I suggest you always try Safe Mode with Networking, because might may need to access your Windows installation files on a network distribution point to repair your server?for example, by extracting driver files from a .cab file. If Safe Mode with Networking fails, try Safe Mode; if that works, then something might be wrong with your network card or networking subsystem settings. If that fails, try Safe Mode with Command Prompt so that you can at least get to the Windows command-line troubleshooting tools to look for what's wrong with your system.
You can log on to Safe Mode by using either a domain administrator account or the local administrator account. On a domain controller, the local administrator account is the only local account present on the machine and is stored in a minimal version of the SAM database found on member servers and workstations. This is also the account used to run the Recovery Console, and it uses the password you specified when you first installed Windows (unless it's been changed).
When should you use Safe Mode and its variants? Usually, you might try this if you recently installed new hardware or software on your machine, not necessarily during the most recent logon session. Once you're logged on in Safe Mode, you can start disabling hardware devices one at a time until you find exactly which device is causing the problem. Or, if the issue is software-related, you can try to reconfigure or even uninstall different applications to isolate the problem and then see if you can reboot in Normal Mode.
Some of the Windows tools you might use in Safe Mode to try to determine the cause of startup failure include Event Viewer, System Information (StartRunmsinfo32), Device Manager, and so on. Also, successfully booting into any version of Safe Mode creates a log file named Ntbtlog.txt (found in %SystemRoot%) that describes the services started and the drivers loaded during startup. By examining this list, you might be able to determine which failed service or missing/corrupt driver is preventing Windows from starting, and then you can use the GUI tools to fix your problem.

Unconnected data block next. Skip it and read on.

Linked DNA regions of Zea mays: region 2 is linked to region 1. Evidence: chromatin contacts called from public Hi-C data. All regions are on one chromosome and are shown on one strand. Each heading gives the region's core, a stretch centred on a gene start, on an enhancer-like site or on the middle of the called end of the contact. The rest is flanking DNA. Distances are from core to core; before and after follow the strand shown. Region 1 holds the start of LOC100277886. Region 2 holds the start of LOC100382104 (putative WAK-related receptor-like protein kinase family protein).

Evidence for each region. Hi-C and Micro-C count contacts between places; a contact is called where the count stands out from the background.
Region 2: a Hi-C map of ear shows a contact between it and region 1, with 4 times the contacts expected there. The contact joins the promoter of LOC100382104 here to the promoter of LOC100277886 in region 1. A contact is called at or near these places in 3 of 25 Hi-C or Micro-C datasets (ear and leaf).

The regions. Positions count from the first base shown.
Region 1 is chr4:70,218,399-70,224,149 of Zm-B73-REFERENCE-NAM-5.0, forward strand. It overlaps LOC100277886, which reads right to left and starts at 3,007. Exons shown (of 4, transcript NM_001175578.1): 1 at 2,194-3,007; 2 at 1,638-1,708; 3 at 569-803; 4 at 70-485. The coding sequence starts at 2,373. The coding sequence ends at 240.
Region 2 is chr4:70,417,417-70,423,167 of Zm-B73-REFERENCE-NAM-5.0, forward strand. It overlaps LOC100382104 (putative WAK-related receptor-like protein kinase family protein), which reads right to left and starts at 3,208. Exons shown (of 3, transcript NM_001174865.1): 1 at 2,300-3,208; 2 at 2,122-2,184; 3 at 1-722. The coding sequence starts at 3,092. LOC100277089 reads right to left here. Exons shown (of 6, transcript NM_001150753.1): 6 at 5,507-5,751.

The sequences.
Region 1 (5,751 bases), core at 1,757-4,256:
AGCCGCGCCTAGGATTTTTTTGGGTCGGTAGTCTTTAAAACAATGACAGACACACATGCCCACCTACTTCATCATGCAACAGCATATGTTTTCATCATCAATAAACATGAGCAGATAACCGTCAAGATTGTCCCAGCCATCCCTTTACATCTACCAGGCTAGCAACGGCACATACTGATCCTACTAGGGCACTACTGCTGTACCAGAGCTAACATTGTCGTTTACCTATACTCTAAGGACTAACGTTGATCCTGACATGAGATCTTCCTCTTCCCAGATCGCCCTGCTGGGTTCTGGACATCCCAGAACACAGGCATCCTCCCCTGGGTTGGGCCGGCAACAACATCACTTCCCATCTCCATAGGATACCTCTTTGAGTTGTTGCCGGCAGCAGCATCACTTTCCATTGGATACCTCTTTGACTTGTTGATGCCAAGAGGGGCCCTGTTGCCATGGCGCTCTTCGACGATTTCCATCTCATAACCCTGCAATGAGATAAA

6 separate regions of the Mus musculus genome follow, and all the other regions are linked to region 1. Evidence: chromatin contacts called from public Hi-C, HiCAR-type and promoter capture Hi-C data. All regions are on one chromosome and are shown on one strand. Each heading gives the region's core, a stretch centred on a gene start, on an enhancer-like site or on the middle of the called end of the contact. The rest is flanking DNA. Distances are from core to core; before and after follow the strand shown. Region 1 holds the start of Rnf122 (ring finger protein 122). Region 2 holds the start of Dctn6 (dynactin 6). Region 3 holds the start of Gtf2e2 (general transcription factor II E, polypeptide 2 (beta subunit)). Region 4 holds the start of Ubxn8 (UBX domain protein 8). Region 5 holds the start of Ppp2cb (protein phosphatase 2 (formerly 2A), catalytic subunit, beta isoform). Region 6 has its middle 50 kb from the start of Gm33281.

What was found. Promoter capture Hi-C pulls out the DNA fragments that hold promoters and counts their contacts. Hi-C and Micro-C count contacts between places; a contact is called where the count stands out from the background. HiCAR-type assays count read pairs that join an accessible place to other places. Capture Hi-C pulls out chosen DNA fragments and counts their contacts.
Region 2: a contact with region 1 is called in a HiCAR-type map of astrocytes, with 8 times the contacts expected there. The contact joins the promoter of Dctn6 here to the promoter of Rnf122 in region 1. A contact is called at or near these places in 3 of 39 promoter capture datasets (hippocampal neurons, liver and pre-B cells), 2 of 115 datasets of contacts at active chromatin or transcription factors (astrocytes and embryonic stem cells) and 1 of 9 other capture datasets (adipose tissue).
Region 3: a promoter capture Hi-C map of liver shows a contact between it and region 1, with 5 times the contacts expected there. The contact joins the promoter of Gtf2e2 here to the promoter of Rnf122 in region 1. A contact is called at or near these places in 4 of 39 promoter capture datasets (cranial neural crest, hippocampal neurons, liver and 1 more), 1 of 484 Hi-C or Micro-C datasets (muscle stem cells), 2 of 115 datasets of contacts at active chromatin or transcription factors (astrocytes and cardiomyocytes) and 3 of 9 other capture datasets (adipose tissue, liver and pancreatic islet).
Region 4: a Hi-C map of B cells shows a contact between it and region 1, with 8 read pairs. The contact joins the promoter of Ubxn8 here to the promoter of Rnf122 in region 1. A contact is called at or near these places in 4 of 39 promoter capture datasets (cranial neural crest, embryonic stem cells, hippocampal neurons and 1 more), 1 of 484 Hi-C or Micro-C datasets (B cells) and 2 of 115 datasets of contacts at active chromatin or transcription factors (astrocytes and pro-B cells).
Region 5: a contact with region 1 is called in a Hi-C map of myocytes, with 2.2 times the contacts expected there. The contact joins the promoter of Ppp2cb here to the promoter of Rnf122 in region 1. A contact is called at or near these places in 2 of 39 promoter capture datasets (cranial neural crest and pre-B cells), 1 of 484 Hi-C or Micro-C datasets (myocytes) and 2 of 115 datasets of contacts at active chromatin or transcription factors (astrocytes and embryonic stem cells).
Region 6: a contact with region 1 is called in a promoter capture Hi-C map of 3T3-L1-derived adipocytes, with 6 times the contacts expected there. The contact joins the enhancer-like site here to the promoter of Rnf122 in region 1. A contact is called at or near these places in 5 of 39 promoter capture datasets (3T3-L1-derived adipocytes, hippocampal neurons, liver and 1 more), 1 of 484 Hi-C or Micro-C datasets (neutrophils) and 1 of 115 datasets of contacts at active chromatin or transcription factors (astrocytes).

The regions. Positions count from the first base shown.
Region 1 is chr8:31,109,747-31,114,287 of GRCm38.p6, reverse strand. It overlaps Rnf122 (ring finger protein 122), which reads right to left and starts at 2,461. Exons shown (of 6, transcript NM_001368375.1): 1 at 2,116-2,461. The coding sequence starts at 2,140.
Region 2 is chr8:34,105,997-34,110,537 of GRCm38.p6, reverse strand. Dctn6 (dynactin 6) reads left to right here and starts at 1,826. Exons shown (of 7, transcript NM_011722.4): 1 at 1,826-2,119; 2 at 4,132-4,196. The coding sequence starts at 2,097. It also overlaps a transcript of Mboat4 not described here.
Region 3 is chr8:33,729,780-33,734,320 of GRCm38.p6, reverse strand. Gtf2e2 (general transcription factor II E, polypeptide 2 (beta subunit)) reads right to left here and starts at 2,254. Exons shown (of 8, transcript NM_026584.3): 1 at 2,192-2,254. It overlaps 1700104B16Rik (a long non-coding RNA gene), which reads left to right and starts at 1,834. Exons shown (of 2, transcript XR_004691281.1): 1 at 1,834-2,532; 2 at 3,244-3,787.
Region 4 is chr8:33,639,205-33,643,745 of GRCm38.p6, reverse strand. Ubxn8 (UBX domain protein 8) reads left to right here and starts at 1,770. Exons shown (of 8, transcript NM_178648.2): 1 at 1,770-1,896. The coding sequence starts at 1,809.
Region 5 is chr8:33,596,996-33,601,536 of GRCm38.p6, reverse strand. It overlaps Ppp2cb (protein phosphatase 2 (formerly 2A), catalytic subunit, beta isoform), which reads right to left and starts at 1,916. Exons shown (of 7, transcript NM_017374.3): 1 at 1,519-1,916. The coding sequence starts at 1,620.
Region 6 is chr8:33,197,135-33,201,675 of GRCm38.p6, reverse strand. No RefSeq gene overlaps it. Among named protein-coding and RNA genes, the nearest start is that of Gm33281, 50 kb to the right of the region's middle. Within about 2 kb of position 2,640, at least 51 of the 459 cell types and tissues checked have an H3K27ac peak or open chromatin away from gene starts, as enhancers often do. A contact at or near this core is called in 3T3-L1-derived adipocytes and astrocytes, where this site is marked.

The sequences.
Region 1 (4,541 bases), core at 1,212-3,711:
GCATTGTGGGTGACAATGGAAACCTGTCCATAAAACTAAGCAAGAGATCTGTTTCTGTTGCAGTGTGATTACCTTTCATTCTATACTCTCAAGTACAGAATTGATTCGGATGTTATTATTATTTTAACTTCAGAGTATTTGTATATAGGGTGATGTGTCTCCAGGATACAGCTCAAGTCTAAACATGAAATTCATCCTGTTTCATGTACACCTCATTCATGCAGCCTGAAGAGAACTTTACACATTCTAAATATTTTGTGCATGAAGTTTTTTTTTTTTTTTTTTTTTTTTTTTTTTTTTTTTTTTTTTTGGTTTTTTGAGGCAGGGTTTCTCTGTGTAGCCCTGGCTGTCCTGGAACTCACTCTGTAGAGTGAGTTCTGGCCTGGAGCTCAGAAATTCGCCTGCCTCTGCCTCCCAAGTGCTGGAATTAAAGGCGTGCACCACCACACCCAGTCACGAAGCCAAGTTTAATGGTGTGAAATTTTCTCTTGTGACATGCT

The Recovery Console is a command-line interface that you can start either by selecting it from the Boot Loader menu (if you've previously installed the Recovery Console on your server) or directly from the product CD. You must log onto the Recovery Console using the local administrator account on your machine, even if it's a domain controller. Recovery Console provides you with a minimal version of Windows that lets you run various commands to perform tasks such as copying and replacing system files, enabling or disabling problem services, repairing a boot sector, or even reformatting your drive.
Best practice is to install the Recovery Console on your machine before you need it. That way, you won't be running around looking for your product CD when a disaster occurs and you can't start your system. To install the Recovery Console on a machine, insert the product CD, open a command prompt, change to the I386 folder on the CD, and type winnt32 /cmdcons. If you haven't installed the Console and need to run it directly from the CD, insert the CD and select the Repair option.
Sometimes, Windows won't boot because the boot sector is damaged on your system volume or a virus has infected your master boot record. A Windows Startup Disk can be extremely handy in such circumstances. The name of the disk is a bit of a misnomer, because you can't start Windows from the disk itself. Rather, the disk can be used in conjunction with the Recovery Console to repair certain kinds of problems that might arise.
But first, here's how to create one of these disks so that you'll have it ready when you need it. Stick a blank floppy disk into your machine and double-click on My Computer. Right-click on your A: drive and select Format. Check the option for Quick Format and click Start to format your disk. Now, double-click on the C: drive to open it in My Computer, select ToolsFolder Options, and on the View tab clear the checkbox labeled "Hide protected operating system files." Drag and drop the boot.ini, ntldr, and ntdetect.com files from the root of the C: drive to your floppy, and include the Bootsect.dos and Ntbootdd.sys files if these are also present. Open a command prompt window and type attrib -h -s -r a:\*.* to set the attributes properly for the files on your floppy. Eject the floppy and label it Windows Startup Disk or something similar. Finally, hide your protected system files again in My Computer so that you don't accidentally try to delete any of them.